The TSCA Modernization Act revises and improves the paradigm for triggering chemical regulation, requiring the EPA Administrator to conduct a “risk evaluation” in accordance with specific guidance and criteria. H.R. 2576, §4(b) (amending15 U.S.C. § 2605(b)). A risk evaluation shall be conducted if “the Administrator determines that the chemical substance may present an unreasonable risk of injury to health or the environment because of potential hazard and a potential route of exposure under the intended conditions of use,” or a manufacturer requests a risk evaluation. Id., §4(b)(3)(A) (amending15 U.S.C. § 2605(b)). The risk evaluation shall:
(A) integrate and assess information on hazards and exposures for all of the intended conditions of use of the chemical substance, including information that is relevant to specific risks of injury to health or the environment and information on potentially exposed subpopulations;
(B) not consider information on cost and other factors not directly related to health or the environment;
(C) take into account, where relevant, the likely duration, intensity, frequency, and number of exposures under the intended conditions of use of the chemical substance;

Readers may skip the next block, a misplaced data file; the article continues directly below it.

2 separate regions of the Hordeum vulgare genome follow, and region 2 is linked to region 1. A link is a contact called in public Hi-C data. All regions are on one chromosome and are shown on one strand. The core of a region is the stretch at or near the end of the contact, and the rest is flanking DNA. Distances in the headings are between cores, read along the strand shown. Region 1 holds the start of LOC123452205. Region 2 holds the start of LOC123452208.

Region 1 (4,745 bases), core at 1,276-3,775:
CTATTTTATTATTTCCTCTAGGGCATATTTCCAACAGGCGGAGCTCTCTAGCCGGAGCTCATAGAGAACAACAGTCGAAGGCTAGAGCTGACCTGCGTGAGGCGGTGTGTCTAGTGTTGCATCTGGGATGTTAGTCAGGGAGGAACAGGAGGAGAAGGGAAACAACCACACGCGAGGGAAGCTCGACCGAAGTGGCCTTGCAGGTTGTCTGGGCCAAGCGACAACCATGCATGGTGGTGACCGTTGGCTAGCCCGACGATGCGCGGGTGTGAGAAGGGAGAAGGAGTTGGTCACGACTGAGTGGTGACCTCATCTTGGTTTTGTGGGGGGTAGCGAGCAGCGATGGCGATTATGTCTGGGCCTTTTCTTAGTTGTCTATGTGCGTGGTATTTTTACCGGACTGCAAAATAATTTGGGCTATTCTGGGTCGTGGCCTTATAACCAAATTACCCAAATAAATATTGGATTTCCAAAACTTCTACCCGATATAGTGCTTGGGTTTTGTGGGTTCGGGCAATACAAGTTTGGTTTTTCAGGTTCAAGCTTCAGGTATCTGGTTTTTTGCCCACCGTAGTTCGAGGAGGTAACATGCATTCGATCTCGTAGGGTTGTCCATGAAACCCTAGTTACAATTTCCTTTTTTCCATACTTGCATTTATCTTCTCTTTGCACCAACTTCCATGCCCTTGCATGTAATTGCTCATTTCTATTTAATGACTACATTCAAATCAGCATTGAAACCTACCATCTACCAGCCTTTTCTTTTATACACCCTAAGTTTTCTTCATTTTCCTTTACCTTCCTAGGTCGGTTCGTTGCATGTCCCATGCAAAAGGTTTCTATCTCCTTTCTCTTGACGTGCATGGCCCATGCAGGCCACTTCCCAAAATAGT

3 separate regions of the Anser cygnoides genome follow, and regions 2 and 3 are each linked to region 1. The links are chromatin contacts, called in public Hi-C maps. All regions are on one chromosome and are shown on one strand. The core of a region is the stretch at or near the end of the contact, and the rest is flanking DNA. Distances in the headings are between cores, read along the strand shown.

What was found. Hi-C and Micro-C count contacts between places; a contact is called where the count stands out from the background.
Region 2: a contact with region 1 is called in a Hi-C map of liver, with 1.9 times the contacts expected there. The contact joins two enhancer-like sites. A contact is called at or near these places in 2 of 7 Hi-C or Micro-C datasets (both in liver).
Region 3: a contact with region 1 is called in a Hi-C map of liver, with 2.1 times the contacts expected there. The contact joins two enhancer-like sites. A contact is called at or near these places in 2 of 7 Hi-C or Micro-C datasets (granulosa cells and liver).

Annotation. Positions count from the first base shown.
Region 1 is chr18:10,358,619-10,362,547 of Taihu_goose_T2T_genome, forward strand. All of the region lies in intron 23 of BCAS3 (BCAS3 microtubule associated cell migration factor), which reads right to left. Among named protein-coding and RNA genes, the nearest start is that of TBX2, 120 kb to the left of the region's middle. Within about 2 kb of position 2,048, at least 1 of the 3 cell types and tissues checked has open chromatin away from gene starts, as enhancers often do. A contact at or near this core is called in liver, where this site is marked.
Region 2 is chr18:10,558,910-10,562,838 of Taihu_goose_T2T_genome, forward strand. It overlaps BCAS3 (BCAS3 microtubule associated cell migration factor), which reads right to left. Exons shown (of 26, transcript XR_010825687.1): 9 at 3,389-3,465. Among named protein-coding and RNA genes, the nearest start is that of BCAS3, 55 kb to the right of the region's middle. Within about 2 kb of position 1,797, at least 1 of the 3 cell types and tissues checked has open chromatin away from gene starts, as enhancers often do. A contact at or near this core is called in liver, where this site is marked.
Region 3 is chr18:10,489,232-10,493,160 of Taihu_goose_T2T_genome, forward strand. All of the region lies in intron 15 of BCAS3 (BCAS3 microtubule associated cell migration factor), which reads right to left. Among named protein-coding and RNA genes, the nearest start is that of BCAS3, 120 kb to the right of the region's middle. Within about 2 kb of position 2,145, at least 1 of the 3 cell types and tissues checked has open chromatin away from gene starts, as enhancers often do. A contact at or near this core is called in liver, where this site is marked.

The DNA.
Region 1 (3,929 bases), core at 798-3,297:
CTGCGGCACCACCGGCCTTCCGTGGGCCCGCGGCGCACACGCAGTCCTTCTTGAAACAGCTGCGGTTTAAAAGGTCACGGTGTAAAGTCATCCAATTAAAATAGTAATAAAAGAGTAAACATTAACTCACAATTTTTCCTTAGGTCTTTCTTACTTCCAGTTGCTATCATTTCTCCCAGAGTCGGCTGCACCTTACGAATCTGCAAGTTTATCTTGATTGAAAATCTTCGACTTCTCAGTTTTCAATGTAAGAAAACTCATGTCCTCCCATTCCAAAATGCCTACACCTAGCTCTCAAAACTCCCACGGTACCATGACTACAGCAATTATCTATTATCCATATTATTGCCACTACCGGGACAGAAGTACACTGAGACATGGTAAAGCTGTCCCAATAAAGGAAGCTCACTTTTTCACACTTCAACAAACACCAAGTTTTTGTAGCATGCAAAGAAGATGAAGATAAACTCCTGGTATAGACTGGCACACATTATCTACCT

(D) describe the weight of the scientific evidence for identified hazard and exposure; [and]
(E) consider whether the weight of the scientific evidence supports the identification of doses of the chemical substance below which no adverse effects can be expected to occur.
Id., §4(b)(4) (amending15 U.S.C. § 2605(b)). (Also, in the event that a risk evaluation is requested by a manufacturer, the manufacturer is required to bear EPA’s costs.)
The focus on the “likely duration, intensity, frequency, and number of exposures” and threshold dose reflect the toxicological tenet that “the poison is in the dose”—which is, again, at the heart of chemical regulation, to determine what is a poison and what is not. Further sensitivity is provided in these evaluations by emphasizing the need to evaluate: (i) the “intended conditions of use,” defined as “the circumstances under which a chemical substance is intended, known, or reasonably foreseeable to be manufactured, processed, distributed in commerce, used, and disposed of”; and (ii) “potentially exposed subpopulations,” defined as “a group of individuals within the general population who, due to either greater susceptibility or greater potential exposure, are likely to be at greater risk than the general population of adverse health effects from exposure to a chemical substance.” Id., §2 (amending15 U.S.C. § 2602, adding new paragraphs (7) and (11)).
Corresponding with the foregoing requirements for a risk evaluation, the TSCA Modernization Act also explicitly imposes “Scientific Standards” on EPA’s decision-making, so that the Administrator must consider:
(1) the extent to which the scientific and technical procedures, measures, methods, or models employed to generate the information are reasonable for and consistent with the use of the information;